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Discussion on: Ratlog.js – JavaScript Application Logging for Rats, Humans and Machines

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jillesvangurp profile image
Jilles van Gurp

Great, I wrote the original reply from a point of view of taking care of centralized logging in a polyglot environment (including node.js) and being quite depressed with how people seem to be stuck reinventing doing logging the wrong way.

The way you need to think is in terms of many independent components that each generate logs that need to be captured somehow. You use stuff like Elastic Beats, logstash, syslog, etc. to collect logs from different sources and send them to remote systems where they get aggregated, analyzed and stored. Each application typically runs in a docker container. Docker comes with its own ecosystem of logging stuff (some of it quite crappy, beware). The bare minimum is simply capturing stdout and pumping it to some remote aggregator annotated with some metadata about where it came from for. For example logstash comes with a lot of functionality to help you make sense of all the crap you get from legacy systems doing whatever on stdout (e.g. nginx access logs, mysql logs, systemd, syslog) and pick that apart. A lot is lost in translation this way. The best way is to not lose stuff and output in a format that your remote aggregator understands, which is typically json or some well defined line based format like syslog.

What you built is basically a custom log formatter. What happened in the java world is that logging apis you use in your code were separated from log output generation pretty early on. That's a good idea, that needs adopting.

So, it is easy to switch any Java application to whatever output format you need and people do that all the time. Most other languages seem to not do that and so you end up with basically some hardcoded syntactic sugar around puts in ruby or console.log in javascript and log output that cannot be customized and lacks usable context. The best you can hope for is doing some application specific parsing of the output to grab things like timestamps and log levels. Garbage in, garbage out, basically.

So, if you want to facilitate your stuff being used in a cloud based environment, you want some option to output json instead of human readable stuff and be able to switch between both. It's OK to output that to stdout or stderr. In a dockerized environment that is both acceptable and easy to deal with. You get the best of both worlds.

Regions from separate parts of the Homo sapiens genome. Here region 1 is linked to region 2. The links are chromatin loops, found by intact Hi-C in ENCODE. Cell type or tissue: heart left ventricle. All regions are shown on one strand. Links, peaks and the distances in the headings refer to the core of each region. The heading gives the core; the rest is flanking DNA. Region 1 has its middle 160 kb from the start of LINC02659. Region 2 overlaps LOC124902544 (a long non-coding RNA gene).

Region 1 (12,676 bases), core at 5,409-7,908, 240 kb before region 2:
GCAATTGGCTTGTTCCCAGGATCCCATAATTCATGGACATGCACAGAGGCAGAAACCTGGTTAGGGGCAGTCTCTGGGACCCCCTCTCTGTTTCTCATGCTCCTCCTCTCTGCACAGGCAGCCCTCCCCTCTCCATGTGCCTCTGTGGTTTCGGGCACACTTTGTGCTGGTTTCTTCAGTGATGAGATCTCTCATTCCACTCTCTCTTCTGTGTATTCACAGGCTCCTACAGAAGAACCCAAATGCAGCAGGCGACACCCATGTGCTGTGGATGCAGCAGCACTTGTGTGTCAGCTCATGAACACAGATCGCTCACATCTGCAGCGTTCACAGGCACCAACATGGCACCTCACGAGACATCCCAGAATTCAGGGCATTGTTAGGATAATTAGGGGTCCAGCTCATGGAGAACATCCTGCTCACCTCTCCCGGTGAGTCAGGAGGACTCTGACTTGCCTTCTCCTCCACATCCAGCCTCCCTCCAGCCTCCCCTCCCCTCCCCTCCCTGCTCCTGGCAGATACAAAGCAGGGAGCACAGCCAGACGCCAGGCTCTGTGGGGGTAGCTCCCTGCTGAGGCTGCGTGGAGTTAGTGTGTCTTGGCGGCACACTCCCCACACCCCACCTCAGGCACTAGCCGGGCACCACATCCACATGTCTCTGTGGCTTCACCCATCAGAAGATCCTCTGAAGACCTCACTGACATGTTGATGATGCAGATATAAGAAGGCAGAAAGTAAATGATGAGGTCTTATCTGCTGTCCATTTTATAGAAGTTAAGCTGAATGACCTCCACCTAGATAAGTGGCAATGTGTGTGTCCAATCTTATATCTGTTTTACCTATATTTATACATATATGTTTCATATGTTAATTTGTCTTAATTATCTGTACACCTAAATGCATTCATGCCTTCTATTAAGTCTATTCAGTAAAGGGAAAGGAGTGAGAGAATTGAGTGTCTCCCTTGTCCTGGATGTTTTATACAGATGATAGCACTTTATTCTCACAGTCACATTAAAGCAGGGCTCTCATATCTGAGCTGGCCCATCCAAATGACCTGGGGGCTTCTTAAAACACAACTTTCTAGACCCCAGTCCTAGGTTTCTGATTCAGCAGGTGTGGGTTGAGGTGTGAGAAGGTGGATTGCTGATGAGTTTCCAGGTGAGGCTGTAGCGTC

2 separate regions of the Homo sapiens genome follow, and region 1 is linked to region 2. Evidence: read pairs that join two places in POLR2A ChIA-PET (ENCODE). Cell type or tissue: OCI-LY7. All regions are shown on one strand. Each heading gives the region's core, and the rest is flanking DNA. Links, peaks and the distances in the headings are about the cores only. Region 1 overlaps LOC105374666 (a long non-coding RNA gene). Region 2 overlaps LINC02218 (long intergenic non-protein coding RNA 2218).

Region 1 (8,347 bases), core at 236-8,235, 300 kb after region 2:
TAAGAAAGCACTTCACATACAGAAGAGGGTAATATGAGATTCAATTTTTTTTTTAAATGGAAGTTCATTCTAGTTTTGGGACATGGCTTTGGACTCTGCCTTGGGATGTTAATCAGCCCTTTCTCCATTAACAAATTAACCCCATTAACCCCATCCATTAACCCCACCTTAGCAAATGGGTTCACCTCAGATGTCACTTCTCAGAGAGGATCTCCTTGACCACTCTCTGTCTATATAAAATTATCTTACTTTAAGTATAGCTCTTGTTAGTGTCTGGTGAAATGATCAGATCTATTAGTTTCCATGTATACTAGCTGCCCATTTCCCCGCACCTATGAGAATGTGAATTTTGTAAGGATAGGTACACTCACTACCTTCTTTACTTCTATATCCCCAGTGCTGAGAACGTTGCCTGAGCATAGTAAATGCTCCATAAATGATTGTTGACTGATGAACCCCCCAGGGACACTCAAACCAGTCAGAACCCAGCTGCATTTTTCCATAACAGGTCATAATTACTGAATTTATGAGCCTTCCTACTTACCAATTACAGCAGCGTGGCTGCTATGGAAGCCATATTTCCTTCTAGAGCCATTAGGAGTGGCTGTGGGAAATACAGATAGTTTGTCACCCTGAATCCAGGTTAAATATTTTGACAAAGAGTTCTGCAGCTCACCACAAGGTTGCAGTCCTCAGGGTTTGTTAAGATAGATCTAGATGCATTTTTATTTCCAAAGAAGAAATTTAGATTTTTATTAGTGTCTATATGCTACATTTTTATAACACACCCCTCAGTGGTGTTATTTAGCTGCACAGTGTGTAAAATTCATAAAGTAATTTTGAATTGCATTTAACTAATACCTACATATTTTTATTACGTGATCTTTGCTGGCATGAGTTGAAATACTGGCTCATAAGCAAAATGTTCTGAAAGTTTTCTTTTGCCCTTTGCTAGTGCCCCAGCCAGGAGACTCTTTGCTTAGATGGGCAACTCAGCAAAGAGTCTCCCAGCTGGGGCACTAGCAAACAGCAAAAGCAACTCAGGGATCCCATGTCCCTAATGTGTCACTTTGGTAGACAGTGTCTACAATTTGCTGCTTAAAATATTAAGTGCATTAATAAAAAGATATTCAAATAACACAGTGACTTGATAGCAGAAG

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jorinvo profile image
jorin Author

I guess I need to be more clear when describing the reasoning behind and the goal of Ratlog.
The setup you are describing is definitely the right choice for cloud-scale infrastructure. There JSON output is a good choice for further processing and aggregation. That's why winston and bunyan do things the way they do. They are definitely a better choice for logging in a big system with centralized logging.
They also provide support for other formatting options than JSON so one could implement a pretty-printed version - maybe even using Ratlog.

Ratlog is custom format (mostly) for being consumed directly by humans. It doesn't need processing to be readable. Not all software is cloud-scale. I saw the need for Ratlog because we used these complex logging tools and in the end we were reading JSON manually. We don't want to have to setup a centralized logging system when running a simple system on a single machine.

The other issue Ratlog solves for us is giving us the right context for logs using tags and fields - kinda like what you described with Mapped Diagnostic Context.

You are definitely right, that this is still missing in the JS ecosystem. It would be nice if also in cloud-based scenarios logging libraries give you more tools to add context to logs in a standard way.
That's also an interesting problem. But not one Ratlog is trying to solve.

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jillesvangurp profile image
Jilles van Gurp

The point is that Ratlog is about output, not about the log api itself. These should be independent. So, why not separate those; like other frameworks do. So you have 1 way to log and multiple ways to target either human readable output or machine readable output. That would solve a real problem in the node.js world where most logging frameworks are naive and simplistic. I'd love to get better logging from node.js.

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jorinvo profile image
jorin Author

Just stopping by to let you know I appreciate the feedback you gave!

While I like to keep Ratlog.js as simple as possible to use for the simple use case, I realize the value of Ratlog's logging semantics separate from its output format.
I extended the API in a way which allows using those semantics independent from the output format and which should make it easy to use it on top of other logging frameworks, libraries and services:

const log = ratlog.logger(log => {
  process.stdout.write(JSON.stringify(log) + '\n')
})

log('log')

const debug = log.tag('debug')

debug('debugging only')

You can find more in the API docs